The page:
Interview with Susan Carol McCarthy, author of A Place We Knew Well
26 Oct 2015
Not long after September 11, 2001, I began having Armageddon-like nightmares in which I was ten years old and living with my parents again in central Florida. It took me awhile to realize that my subconscious had somehow melded the very scary Cuban Missile Crisis of my childhood with the terrorist attack on the Twin Towers. Nearly four decades apart, my response to 9/11—shock and outrage, anxiety and fear—sent me back to the inexorable dread we Floridians felt in October 1962. That aching sense of déjà vu inspired the story of Wes Avery, local businessman, loving husband and doting father, trying desperately to hold his family together while, in 13 historic days, the world around them falls apart.
What’s rocking your world this month?
A friend sent me this quote by Salman Rushdie: “Sometimes writing a novel is not unlike having a baby. You’d have to ask a female novelist to compare the pain.” The gestation period for A Place We Knew Well was closer to nine years than nine months. And though birthing a book and birthing a baby are worlds apart, pain wise, I would say that the mix of emotions, when I recently opened my editor’s package and held the “first books off-press” in my arms, was surprisingly similar: shock, pride, utter relief and joy, followed by tears, lack of sleep, and a not inconsiderable sense of “now what?”
If you could have dinner with anyone, alive or dead, who would you choose and why?
If I could, I’d invite Mrs. Gladys Wilson and my mousy-haired fifth grade self. To that shy, insecure little girl hiding behind her ugly cat-eye glasses, I’d say, “You know those feelings that you’re lousy at math and science, that you’re too uncoordinated to ever earn a certificate for President Kennedy’s Physical Fitness, that you truly are a fifth-grade nothing who will never amount to anything? Lighten up. And listen up!” Then I’d turn to Mrs. Wilson and add, “Remember the day you told me you’d entered my poem in a state contest, and it won? Remember how, after that, you stated firmly, unequivocally ‘YOU can WRITE!’ Those three words were alchemy, transforming my little nothing self here from straw into gold. They gave me an identity—I am a WRITER—and created a path that led to a long career of writing many things for many people, plus one nonfiction book and three novels, so far, for myself. They—you—made all the difference. And this little girl and I are forever grateful.”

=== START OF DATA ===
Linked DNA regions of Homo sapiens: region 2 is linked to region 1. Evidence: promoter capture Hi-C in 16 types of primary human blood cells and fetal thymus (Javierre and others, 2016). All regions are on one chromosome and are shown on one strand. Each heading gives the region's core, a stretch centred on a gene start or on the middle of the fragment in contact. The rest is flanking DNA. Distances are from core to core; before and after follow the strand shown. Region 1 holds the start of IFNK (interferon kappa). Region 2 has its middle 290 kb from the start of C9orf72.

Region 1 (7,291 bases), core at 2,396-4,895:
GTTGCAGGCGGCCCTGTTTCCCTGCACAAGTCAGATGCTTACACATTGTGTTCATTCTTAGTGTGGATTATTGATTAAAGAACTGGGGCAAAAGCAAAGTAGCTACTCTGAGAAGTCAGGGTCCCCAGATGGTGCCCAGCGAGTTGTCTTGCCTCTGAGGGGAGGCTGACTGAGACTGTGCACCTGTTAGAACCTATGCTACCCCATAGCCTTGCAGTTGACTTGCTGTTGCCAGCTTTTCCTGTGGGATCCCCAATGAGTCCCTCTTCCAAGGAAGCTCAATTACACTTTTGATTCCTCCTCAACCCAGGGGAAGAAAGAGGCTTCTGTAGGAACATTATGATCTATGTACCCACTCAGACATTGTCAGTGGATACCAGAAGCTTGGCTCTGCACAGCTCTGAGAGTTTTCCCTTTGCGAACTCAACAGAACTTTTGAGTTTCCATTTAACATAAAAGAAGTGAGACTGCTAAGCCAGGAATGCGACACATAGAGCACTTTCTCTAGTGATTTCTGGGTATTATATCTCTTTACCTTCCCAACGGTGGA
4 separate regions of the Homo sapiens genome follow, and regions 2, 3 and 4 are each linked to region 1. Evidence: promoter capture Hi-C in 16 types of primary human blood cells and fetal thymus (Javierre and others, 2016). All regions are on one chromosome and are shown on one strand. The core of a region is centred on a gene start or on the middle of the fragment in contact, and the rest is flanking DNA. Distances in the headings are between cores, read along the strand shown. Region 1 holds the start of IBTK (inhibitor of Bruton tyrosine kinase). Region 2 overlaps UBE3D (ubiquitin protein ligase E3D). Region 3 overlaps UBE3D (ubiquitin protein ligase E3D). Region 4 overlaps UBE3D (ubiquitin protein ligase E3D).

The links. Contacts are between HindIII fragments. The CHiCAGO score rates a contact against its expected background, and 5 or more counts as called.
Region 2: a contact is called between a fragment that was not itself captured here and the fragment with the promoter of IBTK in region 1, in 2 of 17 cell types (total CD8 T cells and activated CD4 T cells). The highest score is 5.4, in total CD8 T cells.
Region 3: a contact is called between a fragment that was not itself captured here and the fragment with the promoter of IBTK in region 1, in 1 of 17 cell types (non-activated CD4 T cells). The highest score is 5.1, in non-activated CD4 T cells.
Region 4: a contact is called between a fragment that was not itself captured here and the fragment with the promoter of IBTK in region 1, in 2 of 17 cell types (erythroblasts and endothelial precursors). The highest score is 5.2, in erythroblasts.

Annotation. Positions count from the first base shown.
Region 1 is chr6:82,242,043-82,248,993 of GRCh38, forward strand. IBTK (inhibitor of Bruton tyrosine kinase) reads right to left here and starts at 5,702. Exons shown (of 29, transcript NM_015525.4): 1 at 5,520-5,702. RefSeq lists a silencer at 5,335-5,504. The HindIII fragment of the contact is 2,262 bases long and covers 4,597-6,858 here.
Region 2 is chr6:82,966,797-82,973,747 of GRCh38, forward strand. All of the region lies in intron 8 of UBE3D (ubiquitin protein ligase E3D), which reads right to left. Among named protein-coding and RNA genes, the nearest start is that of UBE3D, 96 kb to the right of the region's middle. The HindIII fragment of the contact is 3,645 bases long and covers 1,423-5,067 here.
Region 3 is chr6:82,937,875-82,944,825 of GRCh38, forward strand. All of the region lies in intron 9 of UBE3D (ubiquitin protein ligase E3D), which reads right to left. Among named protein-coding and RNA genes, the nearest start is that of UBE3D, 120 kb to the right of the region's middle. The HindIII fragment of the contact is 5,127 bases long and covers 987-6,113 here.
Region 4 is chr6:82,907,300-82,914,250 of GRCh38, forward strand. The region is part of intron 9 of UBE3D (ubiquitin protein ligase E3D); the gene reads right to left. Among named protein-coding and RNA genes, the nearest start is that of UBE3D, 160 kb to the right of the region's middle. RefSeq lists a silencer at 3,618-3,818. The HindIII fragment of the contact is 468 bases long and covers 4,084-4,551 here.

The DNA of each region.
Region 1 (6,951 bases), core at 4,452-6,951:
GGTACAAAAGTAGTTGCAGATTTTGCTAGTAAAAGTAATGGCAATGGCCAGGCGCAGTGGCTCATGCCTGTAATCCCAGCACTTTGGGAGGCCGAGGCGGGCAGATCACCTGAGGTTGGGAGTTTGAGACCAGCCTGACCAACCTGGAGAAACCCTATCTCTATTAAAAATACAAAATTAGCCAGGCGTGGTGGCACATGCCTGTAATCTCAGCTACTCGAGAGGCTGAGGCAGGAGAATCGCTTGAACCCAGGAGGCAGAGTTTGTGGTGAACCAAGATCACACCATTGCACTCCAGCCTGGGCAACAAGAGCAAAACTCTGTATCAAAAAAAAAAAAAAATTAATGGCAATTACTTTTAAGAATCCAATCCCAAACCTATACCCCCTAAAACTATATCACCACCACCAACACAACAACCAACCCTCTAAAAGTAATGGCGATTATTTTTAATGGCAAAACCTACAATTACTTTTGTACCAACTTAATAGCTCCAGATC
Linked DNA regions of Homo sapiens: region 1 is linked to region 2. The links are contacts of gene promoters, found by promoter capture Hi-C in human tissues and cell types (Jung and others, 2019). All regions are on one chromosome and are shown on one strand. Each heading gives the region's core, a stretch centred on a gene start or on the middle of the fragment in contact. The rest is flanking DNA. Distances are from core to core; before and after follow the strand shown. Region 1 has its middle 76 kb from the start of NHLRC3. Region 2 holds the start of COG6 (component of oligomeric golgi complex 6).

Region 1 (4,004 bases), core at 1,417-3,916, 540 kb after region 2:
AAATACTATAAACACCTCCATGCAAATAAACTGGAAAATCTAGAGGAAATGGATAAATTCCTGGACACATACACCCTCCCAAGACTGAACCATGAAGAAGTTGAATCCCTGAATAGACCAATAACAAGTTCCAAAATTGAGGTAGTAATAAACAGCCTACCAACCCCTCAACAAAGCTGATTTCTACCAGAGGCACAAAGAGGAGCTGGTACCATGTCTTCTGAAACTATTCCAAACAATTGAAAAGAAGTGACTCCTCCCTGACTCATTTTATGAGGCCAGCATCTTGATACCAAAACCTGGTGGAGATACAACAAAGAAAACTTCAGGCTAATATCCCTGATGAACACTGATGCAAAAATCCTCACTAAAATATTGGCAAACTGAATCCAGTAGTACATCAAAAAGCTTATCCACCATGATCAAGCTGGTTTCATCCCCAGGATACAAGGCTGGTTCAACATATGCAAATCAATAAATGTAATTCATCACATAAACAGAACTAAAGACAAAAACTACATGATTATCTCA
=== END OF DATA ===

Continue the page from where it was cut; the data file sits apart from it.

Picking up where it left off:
What’s on your writing desk?
What is the one movie that you can quote the most?
On their first date, my parents went to see Casablanca. Throughout my childhood, my Dad—an incurable romantic–used the film’s dialog as family shorthand. When dinner was ready, he’d stand at the bottom of the steps and call upstairs, “Major Strasser’s been shot!” meaning “round up the usual suspects” and let’s eat! When one of my four brothers appeared to be telling a tall tale, he’d look around the room and ask, “Do you hear the sound of a tinny piano?” Or if we kids were bugging him to do something the following weekend, he’d tease, “I never make plans that far ahead.” When we were bugging our mom, he’d wink at her and say, “We’ll always have The Dells.” (They couldn’t afford a Parisian honeymoon.) My favorite Casablanca quote is also a wedding day memory. Dad, tearing up at the back of the church, took my arm and whispered, “Here’s looking at you, kid. Don’t ever forget how quickly ‘time goes by’.”
If you had to pick one place to vacation for the rest of your life, where would you choose?
Tricky question. The root word for vacation is the Latin vacatio, meaning “leisure, freedom, exemption, free from duty, immunity earned by service.” Sounds terrific. I’ll take two weeks practically anywhere. However, when you toss in “the rest of your life,” that sounds more like retirement, which is not yet on my radar. If you insist I choose “one place” “for the rest of my life,” it would be where I live now in North San Diego County, near the beach, an easy drive to the mountains or the desert, and close to my son and longtime friends.
What’s your favorite quote or scene from A Place We Knew Well?
“How in the world have we come to this? Why now? And why here, on Florida’s front porch?”
Do you have a motto, quote or philosophy you live by?
“The cure for boredom is curiosity. There is no cure for curiosity.” ~ Dorothy Parker
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